Potholes and politicians

Aside from those truckers who might’ve gotten caught up in some unusual May blizzards, by the time this issue of American Trucker is out, most of us should be feeling pretty good about the beginning of summer.

Granted, summer’s not typically the best season for freight; however, if you’re still hauling after the Great Recession, you’ve got a good perspective on what a slow freight environment really feels like. But let’s not talk about the weather, or even the economy—not much we can do about either.

Rather, let’s talk about a weather- and economy-related road issue: potholes. And it’s not that there’s much exciting to say about them, though they do have some symbolic currency right now. Potholes, you see, have become a popular metaphor representing the need for the U.S. of A to wake up and realize that Eisenhower’s Interstates aren’t going to get the job done as we move further into the 21st century.

If Congress can’t even agree on how to fix what we’ve got, what chance do we have to compete with growing super-economies such as those of China, especially when competitors are greatly outspending the U.S. on infrastructure projects? Of course, those screaming the loudest about the need to spend more on America’s roads and bridges are, no surprise, the road and bridge builders and the labor unions that work for them.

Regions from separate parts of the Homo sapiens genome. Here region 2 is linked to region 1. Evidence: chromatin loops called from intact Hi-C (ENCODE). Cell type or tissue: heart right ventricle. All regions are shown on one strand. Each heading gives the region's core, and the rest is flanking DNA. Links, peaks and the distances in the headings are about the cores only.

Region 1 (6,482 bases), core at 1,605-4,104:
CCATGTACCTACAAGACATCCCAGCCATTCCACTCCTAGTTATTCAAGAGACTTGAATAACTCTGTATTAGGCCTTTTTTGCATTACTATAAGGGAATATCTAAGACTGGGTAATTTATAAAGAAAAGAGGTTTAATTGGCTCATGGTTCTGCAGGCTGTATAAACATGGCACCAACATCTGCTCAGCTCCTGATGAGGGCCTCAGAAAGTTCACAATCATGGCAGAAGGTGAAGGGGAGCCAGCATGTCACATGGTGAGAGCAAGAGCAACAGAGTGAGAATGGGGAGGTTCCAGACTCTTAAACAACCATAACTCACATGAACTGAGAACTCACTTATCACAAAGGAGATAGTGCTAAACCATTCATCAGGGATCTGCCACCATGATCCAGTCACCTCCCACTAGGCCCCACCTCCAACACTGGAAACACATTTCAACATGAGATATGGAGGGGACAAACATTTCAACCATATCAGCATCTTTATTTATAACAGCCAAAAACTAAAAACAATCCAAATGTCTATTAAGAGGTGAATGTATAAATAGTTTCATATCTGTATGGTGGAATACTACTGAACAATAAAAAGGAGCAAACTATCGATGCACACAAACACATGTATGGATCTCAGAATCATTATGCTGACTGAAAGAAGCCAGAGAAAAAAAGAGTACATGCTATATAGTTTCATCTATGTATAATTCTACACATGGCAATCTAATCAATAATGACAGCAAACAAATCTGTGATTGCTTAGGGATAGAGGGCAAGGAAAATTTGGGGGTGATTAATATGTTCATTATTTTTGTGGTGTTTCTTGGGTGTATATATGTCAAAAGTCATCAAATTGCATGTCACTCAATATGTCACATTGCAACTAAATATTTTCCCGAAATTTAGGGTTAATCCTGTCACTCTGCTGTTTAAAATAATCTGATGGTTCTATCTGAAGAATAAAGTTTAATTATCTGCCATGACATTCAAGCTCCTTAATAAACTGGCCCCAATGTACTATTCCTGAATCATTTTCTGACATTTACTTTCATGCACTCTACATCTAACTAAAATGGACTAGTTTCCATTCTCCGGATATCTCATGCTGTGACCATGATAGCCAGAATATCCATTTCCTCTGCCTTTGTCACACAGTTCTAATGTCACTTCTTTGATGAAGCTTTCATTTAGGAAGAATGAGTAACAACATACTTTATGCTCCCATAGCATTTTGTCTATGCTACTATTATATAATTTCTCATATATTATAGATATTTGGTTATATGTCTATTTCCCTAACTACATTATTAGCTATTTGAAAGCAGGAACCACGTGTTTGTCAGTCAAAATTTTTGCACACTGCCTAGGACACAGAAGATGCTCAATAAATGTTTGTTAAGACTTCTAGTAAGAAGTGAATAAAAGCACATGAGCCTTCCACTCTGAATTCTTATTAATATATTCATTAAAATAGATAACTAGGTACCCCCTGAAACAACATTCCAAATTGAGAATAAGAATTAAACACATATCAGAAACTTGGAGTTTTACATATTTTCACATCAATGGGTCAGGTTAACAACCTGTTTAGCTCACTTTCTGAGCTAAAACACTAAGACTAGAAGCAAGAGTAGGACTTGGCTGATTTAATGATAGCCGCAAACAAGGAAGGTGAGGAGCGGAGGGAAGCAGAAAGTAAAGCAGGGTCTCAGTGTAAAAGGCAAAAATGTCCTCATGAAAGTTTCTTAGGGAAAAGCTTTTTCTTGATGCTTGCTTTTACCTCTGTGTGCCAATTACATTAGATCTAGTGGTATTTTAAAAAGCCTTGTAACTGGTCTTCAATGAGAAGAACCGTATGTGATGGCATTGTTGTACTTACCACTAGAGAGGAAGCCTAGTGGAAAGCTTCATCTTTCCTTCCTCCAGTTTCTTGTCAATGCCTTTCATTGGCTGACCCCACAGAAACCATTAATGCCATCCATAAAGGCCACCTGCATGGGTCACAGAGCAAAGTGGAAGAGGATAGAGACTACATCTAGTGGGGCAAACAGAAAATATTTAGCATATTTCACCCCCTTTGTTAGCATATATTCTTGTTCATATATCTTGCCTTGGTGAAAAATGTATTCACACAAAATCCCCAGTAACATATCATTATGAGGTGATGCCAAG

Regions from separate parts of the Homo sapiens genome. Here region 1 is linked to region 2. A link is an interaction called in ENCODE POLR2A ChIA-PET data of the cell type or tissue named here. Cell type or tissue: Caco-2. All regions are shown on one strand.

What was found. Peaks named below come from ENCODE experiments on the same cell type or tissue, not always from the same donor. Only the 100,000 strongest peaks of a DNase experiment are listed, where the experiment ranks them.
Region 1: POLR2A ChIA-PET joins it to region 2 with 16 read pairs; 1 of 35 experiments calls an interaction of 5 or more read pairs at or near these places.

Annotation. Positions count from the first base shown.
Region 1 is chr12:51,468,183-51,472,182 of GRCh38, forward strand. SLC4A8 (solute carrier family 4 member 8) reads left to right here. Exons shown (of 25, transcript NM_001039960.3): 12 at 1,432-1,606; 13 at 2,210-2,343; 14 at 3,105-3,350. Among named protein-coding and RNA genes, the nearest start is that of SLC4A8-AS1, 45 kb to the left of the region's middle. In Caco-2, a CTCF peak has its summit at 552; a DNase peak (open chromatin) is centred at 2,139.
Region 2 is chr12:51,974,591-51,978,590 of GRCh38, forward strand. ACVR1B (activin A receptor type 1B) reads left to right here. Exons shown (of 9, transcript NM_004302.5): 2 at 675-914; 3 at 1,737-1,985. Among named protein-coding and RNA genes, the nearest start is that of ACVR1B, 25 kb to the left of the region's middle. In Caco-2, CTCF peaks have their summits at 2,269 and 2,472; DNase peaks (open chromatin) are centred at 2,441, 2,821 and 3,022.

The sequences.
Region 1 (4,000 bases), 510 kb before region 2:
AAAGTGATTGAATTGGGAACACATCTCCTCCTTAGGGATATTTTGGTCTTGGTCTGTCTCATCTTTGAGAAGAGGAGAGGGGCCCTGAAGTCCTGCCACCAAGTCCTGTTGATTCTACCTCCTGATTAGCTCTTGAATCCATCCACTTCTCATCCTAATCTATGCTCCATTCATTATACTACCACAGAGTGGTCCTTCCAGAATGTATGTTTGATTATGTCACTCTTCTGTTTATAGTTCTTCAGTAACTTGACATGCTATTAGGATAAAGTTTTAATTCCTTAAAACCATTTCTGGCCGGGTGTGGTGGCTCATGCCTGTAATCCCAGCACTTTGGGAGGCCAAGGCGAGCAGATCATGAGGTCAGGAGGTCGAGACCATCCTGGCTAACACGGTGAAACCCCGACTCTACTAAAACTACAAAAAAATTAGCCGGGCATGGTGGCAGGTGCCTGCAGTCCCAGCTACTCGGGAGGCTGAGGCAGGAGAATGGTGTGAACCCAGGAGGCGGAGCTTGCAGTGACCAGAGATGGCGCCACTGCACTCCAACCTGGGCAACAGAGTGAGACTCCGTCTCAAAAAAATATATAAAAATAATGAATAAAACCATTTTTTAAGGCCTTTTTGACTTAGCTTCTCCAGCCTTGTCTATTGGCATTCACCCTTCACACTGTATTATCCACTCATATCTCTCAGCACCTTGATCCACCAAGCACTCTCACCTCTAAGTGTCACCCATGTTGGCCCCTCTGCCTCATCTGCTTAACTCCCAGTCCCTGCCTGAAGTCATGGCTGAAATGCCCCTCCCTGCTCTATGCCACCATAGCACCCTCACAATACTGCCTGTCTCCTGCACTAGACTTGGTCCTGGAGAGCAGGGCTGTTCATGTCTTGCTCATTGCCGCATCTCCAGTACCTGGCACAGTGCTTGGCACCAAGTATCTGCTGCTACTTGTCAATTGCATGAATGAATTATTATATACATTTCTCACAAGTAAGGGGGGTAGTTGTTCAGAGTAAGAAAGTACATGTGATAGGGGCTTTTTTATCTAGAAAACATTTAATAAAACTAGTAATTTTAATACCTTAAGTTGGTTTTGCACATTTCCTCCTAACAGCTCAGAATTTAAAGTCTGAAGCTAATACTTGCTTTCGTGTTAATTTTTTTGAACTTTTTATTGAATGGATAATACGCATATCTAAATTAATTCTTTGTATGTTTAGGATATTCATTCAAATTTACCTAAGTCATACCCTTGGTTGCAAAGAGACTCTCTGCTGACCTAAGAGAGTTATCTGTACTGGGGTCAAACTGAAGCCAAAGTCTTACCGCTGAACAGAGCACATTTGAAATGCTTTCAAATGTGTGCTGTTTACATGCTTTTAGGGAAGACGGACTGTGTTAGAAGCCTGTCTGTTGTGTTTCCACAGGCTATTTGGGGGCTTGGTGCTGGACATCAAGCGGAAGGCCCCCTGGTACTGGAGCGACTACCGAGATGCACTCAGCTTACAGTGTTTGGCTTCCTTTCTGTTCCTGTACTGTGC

So some of these dire warnings need to be taken with several cubic tons of salt. Finding long-term funding for highways has also been among the top priorities of the American Trucking Assns. since I started writing about the business nearly 10 years ago. Thing is, not much has changed. Fuel taxes, especially: Clinton (Bill) was in the White House the last time there was an increase, and the Highway Trust Fund can’t keep up with rising construction costs.

But elected officials in Washington won’t touch a fuel tax increase with a 10-ft. tanker stick. That means Congress again will kick the can down the road (the second most popular metaphor of the highway funding debate) and figure out a way to pay for what’s been promised for another few months until the money’s gone. What that means for truckers is more potholes, of course—real ones. Thump.

 

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